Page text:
Other flash PMIs show European momentum strongest. The flash Eurozone composite PMI for August was 54.1, up from 53.9 in July and close to the four-year high we saw in June. Manufacturing output growth hit a 15-month high and services growth was at the highest level in 49 months, with both sectors seeing a rise in the rate of growth. By country, output growth accelerated in Germany and the periphery, although France remained subdued. The US flash PMI fell to 52.9 in August from 53.8 in July - well above the breakeven 50.0 level, but the lowest reading since October 2013. The Japanese flash PMI was 51.9 - up from 51.2 in July and the second fastest pace of growth this year.
What to watch for this week:
2nd estimate of Q2 US GDP, as well as July personal income. The highlights this week in the US will be the second estimates of the Q2 GDP report, due for release Thursday, and the July personal income and spending report, due Friday. Second quarter GDP is expected to be revised up to 3.4%, ahead of the original estimates of 2.3% on the back of inventory building, as well as better contributions from construction and consumption. The personal income and spending report for July will also be scrutinised following its release on Friday, and the core PCE deflator is forecast to remain unchanged from 0.1% a month earlier. Durable goods orders are out on Wednesday, while Fed speakers throughout the week will get more attention than usual given the recent shift in thinking with regard to the potential for "lift off" to occur in September.
Another bumper week of Australasian earnings. We're roughly two thirds of the way through the Australasian reporting season so far, and while the New Zealand market is faring ok, Australia has been a minefield of sharp share price reactions and disappointing results. By my count, 27 NZX50 companies had either reported a result (or held an AGM and given a trading update) as of Friday. Of these, 13 (48%) have seen their FY16 consensus earnings expectations downgraded, with the rest holding up ok or being increased. The average change to FY16 EPS was a 1.1% decline, although 2-3 large revisions dragged this down. In Australia, 35 of the top 50 companies have reported and 27 of these (77%) have seen FY16 EPS forecasts downgraded by an average 3.7%. This week we will hear from market heavyweights like Auckland Airport, Chorus, Air New Zealand and Mighty River Power in New Zealand. In Australia Lend Lease, BHP, APA Group and Woolworths are among the companies due to report.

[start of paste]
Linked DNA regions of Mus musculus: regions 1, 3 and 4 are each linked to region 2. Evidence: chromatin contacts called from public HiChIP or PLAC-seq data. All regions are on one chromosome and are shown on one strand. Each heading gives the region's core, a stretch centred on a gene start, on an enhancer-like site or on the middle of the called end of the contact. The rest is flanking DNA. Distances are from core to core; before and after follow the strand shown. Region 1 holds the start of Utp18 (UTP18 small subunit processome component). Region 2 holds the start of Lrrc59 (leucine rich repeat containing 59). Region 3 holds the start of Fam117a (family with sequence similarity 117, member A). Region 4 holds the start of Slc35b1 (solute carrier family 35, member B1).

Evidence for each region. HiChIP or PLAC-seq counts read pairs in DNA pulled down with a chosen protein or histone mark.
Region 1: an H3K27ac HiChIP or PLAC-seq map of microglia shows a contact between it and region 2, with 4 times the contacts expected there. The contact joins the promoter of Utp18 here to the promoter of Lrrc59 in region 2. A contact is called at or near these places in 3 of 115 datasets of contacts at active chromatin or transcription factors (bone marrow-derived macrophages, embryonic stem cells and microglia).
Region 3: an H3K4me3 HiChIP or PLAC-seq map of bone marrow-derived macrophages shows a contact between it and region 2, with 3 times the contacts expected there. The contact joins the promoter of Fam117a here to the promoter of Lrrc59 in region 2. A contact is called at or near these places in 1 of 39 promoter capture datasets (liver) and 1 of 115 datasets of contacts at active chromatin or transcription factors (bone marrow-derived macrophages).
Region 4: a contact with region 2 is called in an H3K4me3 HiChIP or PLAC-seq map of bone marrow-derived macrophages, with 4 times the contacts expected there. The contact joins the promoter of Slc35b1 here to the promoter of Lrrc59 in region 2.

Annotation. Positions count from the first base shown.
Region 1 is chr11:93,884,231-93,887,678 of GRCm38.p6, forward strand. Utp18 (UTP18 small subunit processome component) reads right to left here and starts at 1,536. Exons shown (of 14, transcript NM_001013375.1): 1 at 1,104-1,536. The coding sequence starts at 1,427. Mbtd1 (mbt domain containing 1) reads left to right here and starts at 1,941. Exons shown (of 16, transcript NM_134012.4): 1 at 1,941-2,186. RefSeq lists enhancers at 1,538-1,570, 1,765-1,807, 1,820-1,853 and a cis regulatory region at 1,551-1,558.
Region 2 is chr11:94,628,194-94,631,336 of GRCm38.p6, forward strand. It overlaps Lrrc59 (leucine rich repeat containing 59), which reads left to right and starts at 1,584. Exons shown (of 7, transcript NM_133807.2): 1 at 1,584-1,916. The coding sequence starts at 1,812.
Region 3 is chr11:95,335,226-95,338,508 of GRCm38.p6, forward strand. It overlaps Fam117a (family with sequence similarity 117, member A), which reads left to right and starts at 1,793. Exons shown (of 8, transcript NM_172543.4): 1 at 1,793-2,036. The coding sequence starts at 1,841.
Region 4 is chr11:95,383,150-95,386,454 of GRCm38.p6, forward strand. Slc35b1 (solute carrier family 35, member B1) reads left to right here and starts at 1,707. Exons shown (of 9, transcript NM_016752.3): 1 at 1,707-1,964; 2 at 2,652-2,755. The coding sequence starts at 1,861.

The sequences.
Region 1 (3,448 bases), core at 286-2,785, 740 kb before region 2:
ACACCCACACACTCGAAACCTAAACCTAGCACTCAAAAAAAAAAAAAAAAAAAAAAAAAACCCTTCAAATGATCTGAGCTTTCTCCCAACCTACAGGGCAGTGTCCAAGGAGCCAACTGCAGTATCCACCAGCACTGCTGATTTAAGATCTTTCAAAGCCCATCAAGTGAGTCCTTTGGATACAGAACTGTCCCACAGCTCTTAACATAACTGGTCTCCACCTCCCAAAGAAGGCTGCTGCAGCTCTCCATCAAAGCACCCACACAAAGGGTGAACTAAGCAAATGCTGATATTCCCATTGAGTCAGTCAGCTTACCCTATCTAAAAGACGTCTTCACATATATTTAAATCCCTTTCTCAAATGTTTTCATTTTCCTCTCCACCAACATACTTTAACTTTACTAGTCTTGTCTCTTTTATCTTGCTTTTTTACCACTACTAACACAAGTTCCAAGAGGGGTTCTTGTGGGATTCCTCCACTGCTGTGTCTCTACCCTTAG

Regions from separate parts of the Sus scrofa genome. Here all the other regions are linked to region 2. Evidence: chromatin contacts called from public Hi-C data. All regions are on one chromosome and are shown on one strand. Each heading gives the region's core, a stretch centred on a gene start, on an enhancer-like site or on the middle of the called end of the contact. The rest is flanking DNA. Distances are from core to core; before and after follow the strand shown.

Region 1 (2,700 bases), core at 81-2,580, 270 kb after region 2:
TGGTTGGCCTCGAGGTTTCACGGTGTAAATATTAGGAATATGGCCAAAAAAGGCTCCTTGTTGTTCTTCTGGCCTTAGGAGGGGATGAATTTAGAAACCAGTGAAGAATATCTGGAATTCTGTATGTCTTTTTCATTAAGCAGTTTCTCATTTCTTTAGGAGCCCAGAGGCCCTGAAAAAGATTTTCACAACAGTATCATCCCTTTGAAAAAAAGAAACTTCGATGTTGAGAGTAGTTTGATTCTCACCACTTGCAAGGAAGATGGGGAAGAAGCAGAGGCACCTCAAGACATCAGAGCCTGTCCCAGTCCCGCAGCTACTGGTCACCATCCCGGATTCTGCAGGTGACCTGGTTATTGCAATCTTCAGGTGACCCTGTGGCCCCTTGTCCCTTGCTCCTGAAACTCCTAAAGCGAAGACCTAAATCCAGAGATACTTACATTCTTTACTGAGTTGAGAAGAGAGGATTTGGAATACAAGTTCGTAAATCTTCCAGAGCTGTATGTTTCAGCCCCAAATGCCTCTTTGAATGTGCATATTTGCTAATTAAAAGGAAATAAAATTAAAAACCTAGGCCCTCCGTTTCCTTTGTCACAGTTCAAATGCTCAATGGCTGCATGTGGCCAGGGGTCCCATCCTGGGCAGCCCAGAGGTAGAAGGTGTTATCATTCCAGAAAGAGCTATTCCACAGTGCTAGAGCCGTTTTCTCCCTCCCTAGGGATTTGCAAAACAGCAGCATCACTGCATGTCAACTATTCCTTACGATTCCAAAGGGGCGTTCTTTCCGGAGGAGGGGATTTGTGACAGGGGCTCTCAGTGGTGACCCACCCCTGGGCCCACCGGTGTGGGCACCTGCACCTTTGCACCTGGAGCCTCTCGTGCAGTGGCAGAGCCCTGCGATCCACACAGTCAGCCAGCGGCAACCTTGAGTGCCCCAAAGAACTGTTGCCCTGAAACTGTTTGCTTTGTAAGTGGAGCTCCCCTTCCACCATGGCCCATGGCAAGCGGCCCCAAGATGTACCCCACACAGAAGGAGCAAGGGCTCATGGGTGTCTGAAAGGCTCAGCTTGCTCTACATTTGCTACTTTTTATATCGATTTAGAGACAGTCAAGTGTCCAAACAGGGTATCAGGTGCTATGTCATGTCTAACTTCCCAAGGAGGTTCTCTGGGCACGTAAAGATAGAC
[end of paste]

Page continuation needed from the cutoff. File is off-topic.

A slow week for NZ and Australia on the economic front. There isn't much of interest on the New Zealand or Australian economic calendar this week, so the last big week of reporting season will certainly dominate the headlines. In New Zealand, Tuesday will give some insights into inflation and wage growth expectations, as the latest RBNZ Survey of Expectations is released, and on Wednesday merchandise trade is reported for July. The RBNZ Deputy Governor is also scheduled to speak about the RBNZ's view of the property market on Monday. In Australia, the highlight of the week ahead will be Q2 CAPEX, which is out Thursday. Also on Thursday, Q2 preliminary construction work done will be released. There is also a speech from the RBA Governor on Wednesday, where he will talk at the National Reform Summit in Sydney.
Monday: US - Fed's Lockhart speaking NZ - RBNZ Deputy Governor speaking Aust/NZ earnings - AIA, CNU, S32, LLC, SKI, SGH
Tuesday: US - Home prices, consumer confidence Europe - Germany Q2 GDP, Germany IFO survey NZ - RBNZ survey of inflation expectations Aust/NZ earnings - AMC, BHP, GNE, SCG
Wednesday: US - Durable goods, Fed's Dudley speaking Australia - Q2 construction work done, RBA Governor speaking NZ - Trade balance Aust/NZ earnings - AIR, EBO, MET, MPG, ORI, APA, PGH
Thursday: Jackson Hole symposium begins US - Q2 GDP (2nd estimate) Australia - Q2 CAPEX Aust/NZ earnings - HBY, RHC, SCL, THL, WFD Aust/NZ AGMs - FPH
Friday: US - Personal income and spending (July), Uni of Michigan consumer sentiment Europe - Consumer confidence UK - Q2 GDP (2nd estimate) Japan - Unemployment, CPI, retail sales Aust/NZ earnings - DGL, IFL, MRP, VCT, WOW, NZO